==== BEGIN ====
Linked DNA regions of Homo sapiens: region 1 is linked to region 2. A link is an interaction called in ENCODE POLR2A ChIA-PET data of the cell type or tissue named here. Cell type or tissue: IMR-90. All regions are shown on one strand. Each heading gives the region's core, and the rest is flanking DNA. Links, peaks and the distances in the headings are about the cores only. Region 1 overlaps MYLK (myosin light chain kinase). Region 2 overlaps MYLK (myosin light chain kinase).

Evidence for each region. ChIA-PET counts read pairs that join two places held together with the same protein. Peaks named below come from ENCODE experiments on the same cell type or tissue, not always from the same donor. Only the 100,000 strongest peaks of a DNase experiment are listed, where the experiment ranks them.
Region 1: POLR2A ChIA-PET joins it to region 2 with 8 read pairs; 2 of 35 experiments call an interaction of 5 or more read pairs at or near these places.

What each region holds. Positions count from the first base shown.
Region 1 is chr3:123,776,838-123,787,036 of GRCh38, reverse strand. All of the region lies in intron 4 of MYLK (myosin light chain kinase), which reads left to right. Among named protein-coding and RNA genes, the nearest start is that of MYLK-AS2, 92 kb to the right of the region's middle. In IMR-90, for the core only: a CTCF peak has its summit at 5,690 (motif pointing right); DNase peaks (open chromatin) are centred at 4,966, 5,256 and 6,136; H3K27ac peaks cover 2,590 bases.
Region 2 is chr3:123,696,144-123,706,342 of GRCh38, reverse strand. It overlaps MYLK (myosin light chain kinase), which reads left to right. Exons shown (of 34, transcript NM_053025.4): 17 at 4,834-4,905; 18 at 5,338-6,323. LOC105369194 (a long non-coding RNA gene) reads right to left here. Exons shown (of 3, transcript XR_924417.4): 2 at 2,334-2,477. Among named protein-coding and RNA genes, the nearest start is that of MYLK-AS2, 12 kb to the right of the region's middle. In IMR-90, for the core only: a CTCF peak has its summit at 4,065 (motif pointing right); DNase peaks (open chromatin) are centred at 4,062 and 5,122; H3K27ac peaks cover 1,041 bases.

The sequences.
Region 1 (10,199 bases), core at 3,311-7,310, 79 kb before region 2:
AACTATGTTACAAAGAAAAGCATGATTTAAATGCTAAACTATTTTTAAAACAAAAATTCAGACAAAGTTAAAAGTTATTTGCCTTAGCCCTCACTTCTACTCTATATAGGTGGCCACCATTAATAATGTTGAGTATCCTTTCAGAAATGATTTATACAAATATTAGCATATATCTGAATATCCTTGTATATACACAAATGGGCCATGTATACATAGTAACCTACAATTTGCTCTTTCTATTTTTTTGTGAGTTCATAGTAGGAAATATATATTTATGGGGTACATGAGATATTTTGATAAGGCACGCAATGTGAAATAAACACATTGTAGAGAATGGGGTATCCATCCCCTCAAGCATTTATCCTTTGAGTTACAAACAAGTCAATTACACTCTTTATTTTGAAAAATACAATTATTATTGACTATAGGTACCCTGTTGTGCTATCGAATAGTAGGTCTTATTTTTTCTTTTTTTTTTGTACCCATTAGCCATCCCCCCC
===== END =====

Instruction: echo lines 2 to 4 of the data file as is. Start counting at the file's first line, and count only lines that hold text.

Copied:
Evidence for each region. ChIA-PET counts read pairs that join two places held together with the same protein. Peaks named below come from ENCODE experiments on the same cell type or tissue, not always from the same donor. Only the 100,000 strongest peaks of a DNase experiment are listed, where the experiment ranks them.
Region 1: POLR2A ChIA-PET joins it to region 2 with 8 read pairs; 2 of 35 experiments call an interaction of 5 or more read pairs at or near these places.

What each region holds. Positions count from the first base shown.